It's a move that has shocked 86-year-old Raj, who is now the vice-chairman of the Engineering Council of India, and he is appealing to save them

'These buildings are a reflection of what India was in the 1970s. Destroying them will be as much disgrace as destroying any historic building,' he said. 

'We built it to host the first international trade fair to be held in Delhi. It was commissioned by the then government under the authority who maintained the Pragati Maidan complex. 

'During that time, steel was not available in abundance. So we built it in reinforced cement, which is even harder to design.

'But we completed it in the record time of two years. It is disastrous that there is a decision to tear it  down,' he said.

'Every era has produced iconic buildings in India. Jama Masjid, Qutub Minar or the Bahai temple - we have always upheld buildings that make India a global phenomenon.'

Raj, who is also the brains behind other important buildings like Sri Ram Centre for Arts and the NCDC building, continued: 'We had written to the Heritage Conservation Committee under the Ministry of Urban Development in 2013 to consider including these two buildings as heritage sites.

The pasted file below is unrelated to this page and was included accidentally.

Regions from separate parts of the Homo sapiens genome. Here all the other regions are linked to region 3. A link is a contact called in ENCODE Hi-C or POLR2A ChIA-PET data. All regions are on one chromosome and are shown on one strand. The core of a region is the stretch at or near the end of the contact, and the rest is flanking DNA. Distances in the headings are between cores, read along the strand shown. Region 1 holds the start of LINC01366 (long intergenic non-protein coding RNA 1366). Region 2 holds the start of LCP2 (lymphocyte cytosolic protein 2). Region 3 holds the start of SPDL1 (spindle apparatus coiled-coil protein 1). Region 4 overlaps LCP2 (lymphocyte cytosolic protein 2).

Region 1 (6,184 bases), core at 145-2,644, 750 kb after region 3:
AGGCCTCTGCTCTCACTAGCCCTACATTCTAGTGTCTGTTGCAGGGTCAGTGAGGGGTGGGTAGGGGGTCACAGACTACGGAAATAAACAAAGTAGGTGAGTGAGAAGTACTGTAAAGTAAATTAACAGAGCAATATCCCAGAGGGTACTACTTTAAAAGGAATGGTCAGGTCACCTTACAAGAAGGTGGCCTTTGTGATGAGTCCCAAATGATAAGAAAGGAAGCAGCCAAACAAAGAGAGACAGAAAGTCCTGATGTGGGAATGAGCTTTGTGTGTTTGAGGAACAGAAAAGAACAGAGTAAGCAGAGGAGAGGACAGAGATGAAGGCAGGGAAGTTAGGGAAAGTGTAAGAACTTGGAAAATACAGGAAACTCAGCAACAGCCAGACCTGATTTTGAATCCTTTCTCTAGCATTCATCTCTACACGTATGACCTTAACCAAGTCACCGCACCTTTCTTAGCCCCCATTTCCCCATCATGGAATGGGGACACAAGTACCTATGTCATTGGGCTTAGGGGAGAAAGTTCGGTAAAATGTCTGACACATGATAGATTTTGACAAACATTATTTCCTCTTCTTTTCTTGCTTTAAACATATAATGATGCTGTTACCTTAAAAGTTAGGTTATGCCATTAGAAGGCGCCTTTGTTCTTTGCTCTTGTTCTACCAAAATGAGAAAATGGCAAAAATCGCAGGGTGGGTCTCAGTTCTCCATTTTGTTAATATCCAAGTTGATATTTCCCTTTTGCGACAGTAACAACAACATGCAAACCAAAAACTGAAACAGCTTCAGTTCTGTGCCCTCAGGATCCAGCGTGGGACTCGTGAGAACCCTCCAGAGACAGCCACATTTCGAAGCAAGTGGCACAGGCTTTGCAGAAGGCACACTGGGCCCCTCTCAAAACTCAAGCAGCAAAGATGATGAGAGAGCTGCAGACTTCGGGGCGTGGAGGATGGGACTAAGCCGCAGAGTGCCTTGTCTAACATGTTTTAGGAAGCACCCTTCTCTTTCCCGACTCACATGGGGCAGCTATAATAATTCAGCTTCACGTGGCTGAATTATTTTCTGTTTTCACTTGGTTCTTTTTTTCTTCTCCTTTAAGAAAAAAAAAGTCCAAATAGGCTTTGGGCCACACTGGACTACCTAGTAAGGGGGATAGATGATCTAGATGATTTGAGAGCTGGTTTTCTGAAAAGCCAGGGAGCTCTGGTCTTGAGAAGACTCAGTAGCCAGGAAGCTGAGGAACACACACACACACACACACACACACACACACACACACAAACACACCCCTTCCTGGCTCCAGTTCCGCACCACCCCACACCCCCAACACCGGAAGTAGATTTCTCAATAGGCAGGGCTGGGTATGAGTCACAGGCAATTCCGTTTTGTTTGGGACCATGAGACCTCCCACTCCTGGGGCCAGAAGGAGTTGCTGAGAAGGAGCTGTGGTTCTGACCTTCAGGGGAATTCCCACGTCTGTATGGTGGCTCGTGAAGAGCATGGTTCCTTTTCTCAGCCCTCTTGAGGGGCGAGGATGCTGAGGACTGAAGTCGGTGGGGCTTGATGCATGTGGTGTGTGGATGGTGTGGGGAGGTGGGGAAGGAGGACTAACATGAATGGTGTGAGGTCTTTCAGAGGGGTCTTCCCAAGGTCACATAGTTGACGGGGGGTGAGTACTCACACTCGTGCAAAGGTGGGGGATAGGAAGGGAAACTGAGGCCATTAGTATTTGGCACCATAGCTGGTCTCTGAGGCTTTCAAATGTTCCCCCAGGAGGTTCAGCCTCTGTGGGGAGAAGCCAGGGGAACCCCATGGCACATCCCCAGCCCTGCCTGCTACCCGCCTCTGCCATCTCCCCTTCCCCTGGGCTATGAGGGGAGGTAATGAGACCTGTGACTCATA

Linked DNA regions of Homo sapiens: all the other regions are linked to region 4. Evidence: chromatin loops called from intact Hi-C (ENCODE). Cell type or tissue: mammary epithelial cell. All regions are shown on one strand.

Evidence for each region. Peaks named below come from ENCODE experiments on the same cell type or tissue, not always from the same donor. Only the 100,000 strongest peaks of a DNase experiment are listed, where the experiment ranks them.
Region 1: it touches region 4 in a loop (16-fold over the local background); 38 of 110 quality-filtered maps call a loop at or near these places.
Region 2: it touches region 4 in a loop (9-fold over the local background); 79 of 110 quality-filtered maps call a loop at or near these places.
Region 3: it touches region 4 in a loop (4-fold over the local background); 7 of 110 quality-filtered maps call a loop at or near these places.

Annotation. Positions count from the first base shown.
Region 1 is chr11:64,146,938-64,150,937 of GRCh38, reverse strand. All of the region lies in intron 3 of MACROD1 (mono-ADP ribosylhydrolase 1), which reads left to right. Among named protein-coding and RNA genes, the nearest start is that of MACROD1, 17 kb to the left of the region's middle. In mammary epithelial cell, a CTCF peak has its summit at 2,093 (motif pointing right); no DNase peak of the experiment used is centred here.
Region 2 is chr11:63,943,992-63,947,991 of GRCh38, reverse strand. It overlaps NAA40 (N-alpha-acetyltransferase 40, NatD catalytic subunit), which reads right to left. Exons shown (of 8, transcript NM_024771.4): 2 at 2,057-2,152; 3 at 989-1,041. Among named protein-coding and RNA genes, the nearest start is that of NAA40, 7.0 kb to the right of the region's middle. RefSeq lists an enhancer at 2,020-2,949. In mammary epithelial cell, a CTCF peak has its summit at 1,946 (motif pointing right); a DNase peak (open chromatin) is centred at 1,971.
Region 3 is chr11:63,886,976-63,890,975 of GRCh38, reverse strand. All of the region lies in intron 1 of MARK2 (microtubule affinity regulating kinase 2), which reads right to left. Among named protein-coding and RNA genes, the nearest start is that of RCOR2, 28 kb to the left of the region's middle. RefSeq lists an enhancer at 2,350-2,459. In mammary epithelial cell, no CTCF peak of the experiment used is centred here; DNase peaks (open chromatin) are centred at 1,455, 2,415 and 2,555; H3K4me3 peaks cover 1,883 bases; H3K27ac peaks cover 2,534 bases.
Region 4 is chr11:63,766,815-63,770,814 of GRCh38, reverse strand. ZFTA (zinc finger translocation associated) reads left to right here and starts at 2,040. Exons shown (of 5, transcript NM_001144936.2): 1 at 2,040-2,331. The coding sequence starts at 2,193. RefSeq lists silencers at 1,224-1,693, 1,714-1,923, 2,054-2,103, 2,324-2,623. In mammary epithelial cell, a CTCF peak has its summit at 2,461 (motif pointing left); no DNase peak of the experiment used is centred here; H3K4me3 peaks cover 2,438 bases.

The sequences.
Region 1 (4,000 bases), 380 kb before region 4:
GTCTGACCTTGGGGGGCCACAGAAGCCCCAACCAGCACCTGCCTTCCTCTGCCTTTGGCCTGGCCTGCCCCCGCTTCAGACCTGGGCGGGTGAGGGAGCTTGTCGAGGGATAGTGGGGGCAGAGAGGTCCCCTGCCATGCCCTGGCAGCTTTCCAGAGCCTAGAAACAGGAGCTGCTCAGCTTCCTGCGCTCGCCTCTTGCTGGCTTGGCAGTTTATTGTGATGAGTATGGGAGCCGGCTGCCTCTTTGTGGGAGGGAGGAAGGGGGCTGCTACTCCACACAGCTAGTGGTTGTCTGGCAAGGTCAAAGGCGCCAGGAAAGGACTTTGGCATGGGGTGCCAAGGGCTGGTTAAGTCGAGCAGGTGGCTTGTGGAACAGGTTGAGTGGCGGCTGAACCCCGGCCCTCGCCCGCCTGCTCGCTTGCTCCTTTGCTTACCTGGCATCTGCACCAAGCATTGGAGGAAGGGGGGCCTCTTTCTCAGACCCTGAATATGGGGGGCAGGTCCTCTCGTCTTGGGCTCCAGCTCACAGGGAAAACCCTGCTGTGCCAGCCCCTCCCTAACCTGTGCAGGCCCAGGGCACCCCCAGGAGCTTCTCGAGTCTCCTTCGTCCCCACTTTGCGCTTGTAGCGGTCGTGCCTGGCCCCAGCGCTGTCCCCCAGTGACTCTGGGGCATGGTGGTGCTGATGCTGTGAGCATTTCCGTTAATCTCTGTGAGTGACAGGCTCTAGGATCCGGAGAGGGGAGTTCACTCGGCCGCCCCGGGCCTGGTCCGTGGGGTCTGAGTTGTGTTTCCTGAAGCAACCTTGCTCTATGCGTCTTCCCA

'There has been no response, positive or otherwise, from their side.'

A Public Interest Litigation (PIL) was filed to the High Court along with a request from Indian National Trust for Art and Heritage (INTACH) to stop the process.

The case was closed, with the judgement reading: 'Mere pendency of representation to declare the buildings as "Heritage Buildings" cannot be the basis to stall the redevelopment of the Pragati Maidan Complex. We see no reason to pass any order as sought in the present PIL. The same is dismissed. All the pending applications are also dismissed.'

AGK Menon, founder-member of INTACH said: 'More than the fact that there is difficulty in wrapping one’s head around the idea of modern architectural heritage, it is the bureaucratic apathy that is causing trouble.